The Pittsburgh Courier (PA), December 16, 1939, continued in their article and mentioned some of the other employees of Slade’s Barbecue, such as Conwell Florence, the general manager and Slade’s right hand man. Elwyn Barrows was a “Well known organist and pianist takes care of the entertainment nightly at the café.” And Thomas Brown was the “courteous head waiter.

Renner Slade was called “Boston’s King of Barbecue,” famous for his barbecue chicken and meats, which were flavored with a special sauce. The article concluded that Slade’s Barbecue was “A living monument to a genius who discovered what people liked to eat…and gave it to them.”

A brief ad in the Boston Herald, January 21, 1943.

The Wellesley News, April 8, 1944, printed the above ad, noted it had existed since 1928.  

Unfortunately, Renner Slade, age 64, passed away in August 1945, but the restaurant would stay in the Slade family for a time, eventually becoming owned by Donessa Slade, Renner’s daughter, and managed by her husband, Earl Coblyn. 

During the second half of the 1950s, there were several brief mentions of Slade's Barbecue. The Boston Traveler, March 23, 1956, mentioned that it still “presents barbecue at its best.” A writer in the Boston American, March 2, 1958, mentioned that he was surprised to learn that the jukebox at Slade’s Barbecue had an old hit from 1939, Bill Kenny’s Ink Spots “If I Didn’t Care.” Many other jukeboxes during this period contained only the most recent hits, so it was unusual to find a jukebox with a twenty-year old hit. 

A brief mention in the Boston American, December 27, 1959, stated that Slade’s Barbecue was celebrating their 31st anniversary, which is again evidence that the restaurant opened in 1928. There was a small ad in the Boston American, January 19, 1960, noting Slade’s Barbecue sold “Mouth-Watering Chicken” and was open from 9am-3am.

The Greensboro Daily News (NC), January 20, 1960, in referencing Slade’s Barbecue, wrote that “For patrician Boston knows the delights of Eastern North Carolina barbecue. The pleasure has been Boston’s for five generations or more.” It also wrote, “Slade’s restaurant, 958 Tremont Street, Boston, has that indefinable something which characterizes Goldsboro barbecue.” High praise from a bastion of barbecue. 

A curious coincidence? The Boston Daily Record, December 14, 1960, discussed a new Western television show, Shotgun Slade. Slade’s grandfather was Benjamin Slade, the successful owner of a chicken barbecue restaurant. However, Slade (no first name every provided) wasn’t interested in working at the restaurant, so he ended up as a private detective. Did the creators of his western derive inspiration from the story of Slade’s Barbecue, Renner Slade, and his ancestor, Benjamin Slade?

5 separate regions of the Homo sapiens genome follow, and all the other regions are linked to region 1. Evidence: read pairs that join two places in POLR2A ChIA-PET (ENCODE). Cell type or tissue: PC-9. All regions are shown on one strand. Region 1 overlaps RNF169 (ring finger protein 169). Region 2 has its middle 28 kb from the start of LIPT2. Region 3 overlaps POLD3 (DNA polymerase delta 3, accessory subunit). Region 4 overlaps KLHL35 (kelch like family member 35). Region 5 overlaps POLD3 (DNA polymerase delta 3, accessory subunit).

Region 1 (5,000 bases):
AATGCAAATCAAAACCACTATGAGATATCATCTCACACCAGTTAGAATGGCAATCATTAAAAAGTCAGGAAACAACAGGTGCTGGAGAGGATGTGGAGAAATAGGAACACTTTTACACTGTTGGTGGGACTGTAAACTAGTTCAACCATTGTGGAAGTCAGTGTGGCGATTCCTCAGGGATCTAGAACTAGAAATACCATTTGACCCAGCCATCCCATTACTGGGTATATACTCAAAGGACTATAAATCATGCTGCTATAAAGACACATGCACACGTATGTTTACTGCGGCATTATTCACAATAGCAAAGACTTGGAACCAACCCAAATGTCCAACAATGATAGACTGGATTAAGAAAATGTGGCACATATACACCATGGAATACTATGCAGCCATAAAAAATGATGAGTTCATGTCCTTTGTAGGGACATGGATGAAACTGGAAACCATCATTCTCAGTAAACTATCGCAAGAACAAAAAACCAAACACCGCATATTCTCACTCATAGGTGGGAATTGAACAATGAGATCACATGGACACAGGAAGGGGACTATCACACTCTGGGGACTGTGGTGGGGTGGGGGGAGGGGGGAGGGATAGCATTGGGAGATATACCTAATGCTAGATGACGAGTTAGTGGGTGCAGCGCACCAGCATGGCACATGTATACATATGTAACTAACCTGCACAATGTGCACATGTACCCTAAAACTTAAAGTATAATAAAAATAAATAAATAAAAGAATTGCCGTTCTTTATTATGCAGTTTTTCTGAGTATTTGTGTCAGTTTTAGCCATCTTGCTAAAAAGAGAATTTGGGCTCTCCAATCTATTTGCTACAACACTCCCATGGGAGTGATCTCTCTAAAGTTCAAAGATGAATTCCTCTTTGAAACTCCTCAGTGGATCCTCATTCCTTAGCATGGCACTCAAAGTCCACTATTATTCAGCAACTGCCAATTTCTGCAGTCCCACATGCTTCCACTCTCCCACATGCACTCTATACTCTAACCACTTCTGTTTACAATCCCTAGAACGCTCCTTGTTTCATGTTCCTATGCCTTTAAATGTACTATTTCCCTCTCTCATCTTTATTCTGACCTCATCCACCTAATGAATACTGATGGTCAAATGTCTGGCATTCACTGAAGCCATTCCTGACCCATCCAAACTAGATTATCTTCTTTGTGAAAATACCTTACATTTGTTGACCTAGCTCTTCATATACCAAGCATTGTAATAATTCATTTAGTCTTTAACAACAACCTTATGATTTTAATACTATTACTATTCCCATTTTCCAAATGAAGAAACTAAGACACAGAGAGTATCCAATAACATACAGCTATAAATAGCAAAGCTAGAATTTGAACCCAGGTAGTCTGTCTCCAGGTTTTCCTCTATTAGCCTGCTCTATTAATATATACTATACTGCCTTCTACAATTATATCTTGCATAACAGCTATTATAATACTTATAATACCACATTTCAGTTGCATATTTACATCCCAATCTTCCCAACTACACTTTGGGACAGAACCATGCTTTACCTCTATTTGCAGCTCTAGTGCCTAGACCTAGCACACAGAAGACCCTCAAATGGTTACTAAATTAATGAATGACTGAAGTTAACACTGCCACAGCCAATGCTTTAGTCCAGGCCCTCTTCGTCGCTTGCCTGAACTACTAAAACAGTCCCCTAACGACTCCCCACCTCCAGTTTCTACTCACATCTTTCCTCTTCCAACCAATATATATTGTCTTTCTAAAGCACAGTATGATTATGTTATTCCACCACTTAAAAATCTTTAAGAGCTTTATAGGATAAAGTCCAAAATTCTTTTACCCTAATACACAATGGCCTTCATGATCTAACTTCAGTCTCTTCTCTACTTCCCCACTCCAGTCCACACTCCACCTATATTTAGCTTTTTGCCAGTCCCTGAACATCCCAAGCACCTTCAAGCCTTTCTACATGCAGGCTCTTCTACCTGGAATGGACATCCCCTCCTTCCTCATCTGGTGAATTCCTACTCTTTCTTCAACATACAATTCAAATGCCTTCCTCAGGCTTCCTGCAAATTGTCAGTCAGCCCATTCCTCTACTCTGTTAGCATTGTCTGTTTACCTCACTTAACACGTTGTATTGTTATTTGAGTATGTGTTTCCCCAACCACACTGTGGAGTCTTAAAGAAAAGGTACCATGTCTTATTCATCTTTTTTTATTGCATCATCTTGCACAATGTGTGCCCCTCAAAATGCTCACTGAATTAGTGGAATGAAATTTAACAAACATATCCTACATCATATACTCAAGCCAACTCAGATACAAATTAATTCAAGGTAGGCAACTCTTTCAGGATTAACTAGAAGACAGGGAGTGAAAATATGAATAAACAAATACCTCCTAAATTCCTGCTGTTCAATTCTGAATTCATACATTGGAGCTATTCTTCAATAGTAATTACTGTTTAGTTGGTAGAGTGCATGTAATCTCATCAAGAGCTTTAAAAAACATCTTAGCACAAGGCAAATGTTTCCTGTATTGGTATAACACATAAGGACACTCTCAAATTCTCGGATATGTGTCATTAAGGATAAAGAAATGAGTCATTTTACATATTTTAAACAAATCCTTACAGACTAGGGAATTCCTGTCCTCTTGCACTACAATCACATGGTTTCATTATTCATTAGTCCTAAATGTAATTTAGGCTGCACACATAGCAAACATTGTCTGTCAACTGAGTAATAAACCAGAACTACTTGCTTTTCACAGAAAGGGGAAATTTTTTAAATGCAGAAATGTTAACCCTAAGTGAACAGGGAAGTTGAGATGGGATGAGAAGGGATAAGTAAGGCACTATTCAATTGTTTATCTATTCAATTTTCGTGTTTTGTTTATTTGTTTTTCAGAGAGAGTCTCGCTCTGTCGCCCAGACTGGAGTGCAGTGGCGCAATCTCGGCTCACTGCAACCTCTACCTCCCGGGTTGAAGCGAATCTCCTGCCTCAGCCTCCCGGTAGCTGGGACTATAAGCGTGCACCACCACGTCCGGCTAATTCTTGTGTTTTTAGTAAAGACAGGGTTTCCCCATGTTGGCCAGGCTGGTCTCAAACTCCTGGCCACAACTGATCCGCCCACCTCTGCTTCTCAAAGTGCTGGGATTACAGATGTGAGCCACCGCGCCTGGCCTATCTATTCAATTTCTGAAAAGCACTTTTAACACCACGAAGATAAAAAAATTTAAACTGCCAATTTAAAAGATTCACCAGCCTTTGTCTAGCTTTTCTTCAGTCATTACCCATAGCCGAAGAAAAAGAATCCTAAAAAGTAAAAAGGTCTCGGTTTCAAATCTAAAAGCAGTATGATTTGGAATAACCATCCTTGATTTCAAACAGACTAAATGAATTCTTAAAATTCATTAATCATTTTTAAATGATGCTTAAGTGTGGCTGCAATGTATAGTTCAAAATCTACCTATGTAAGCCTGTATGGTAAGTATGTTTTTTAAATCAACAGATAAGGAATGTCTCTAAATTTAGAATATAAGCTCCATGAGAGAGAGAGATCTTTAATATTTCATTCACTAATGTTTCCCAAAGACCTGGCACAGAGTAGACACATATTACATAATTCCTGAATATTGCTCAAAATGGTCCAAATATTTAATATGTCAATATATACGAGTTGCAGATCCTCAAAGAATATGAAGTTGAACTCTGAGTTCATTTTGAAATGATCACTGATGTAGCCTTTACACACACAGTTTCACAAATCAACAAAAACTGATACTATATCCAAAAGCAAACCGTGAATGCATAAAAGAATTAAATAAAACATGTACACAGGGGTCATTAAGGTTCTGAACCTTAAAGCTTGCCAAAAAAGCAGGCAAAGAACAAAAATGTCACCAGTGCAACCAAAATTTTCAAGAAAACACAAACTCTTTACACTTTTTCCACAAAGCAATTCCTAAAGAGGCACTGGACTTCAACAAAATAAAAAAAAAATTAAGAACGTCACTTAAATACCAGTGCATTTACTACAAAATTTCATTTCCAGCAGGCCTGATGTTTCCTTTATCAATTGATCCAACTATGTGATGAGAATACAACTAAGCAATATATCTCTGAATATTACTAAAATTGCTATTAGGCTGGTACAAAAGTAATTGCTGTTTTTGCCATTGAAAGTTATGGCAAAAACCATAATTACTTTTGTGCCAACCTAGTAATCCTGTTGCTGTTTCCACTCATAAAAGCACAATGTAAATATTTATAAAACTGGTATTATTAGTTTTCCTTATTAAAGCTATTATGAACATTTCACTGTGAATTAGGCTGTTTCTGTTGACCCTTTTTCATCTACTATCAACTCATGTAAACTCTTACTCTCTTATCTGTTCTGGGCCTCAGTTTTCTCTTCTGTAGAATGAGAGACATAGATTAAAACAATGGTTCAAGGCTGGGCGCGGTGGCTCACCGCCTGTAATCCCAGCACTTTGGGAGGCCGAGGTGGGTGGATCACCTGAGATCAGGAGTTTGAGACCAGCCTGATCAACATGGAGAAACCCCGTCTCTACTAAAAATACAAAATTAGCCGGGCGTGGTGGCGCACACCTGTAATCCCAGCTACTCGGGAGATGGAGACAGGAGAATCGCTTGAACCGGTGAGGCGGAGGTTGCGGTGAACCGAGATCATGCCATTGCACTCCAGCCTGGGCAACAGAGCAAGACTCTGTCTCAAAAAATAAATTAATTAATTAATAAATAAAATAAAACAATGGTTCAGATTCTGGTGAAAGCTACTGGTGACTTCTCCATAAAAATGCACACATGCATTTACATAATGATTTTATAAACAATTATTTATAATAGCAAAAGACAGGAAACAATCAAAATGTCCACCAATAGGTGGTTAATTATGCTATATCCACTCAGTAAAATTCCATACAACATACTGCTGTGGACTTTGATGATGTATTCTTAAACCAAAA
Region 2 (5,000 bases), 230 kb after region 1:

We'll end with an amusing and cute story. The Boston American, April 3, 1961, reported on a story about Chickie, a 3-month old cat, owned by Amy Robertson, the 7 year old daughter of Irving Robertson, a co-owner of Slade’s Barbecue. 

One day, a vending machine service man loaded up the cigarette dispenser at Slade’s, and somehow Chickie snuck into the dispenser. During the next two days, people could hear cat cries but no one could locate the source. When Irving went to get a pack of cigarettes, he heard the kitten inside and realized what had happened. The kitten, unharmed, was safely removed from the machine. 

Slade's Barbecue, now Slade’s Bar & Grill, has a fascinating history, although more in-depth research might be able to uncover even more details. I'll end by returning to a compelling quote from the Pittsburgh Courier (PA), December 16, 1939, “A living monument to a genius who discovered what people liked to eat…and gave it to them.” 

1 comment:

Billykaye501 said...

While attending Boston University, in 1958-9, some classmates and I would go to the Boston Garden on a Sunday. Get cheap seats, for about a$1, watch the Celtics and then watch as the wooden floor would be taken up so that we would then see a Bruins game. After the hockey game ended, we would head over to Slades Barbeque for the greatest food bargain in Boston. For $1.50, or so, we would have a 1/4 of a chicken, potatoes, veggies, and a drink. After eating at Slades, we would then go further up on Tremont St., to a bar that would be showing war movies on a big screen. We would each pitch in a buck or to buy a couple of pitchers of beer and enjoy 1 or 2 of the movies for that night. What memories!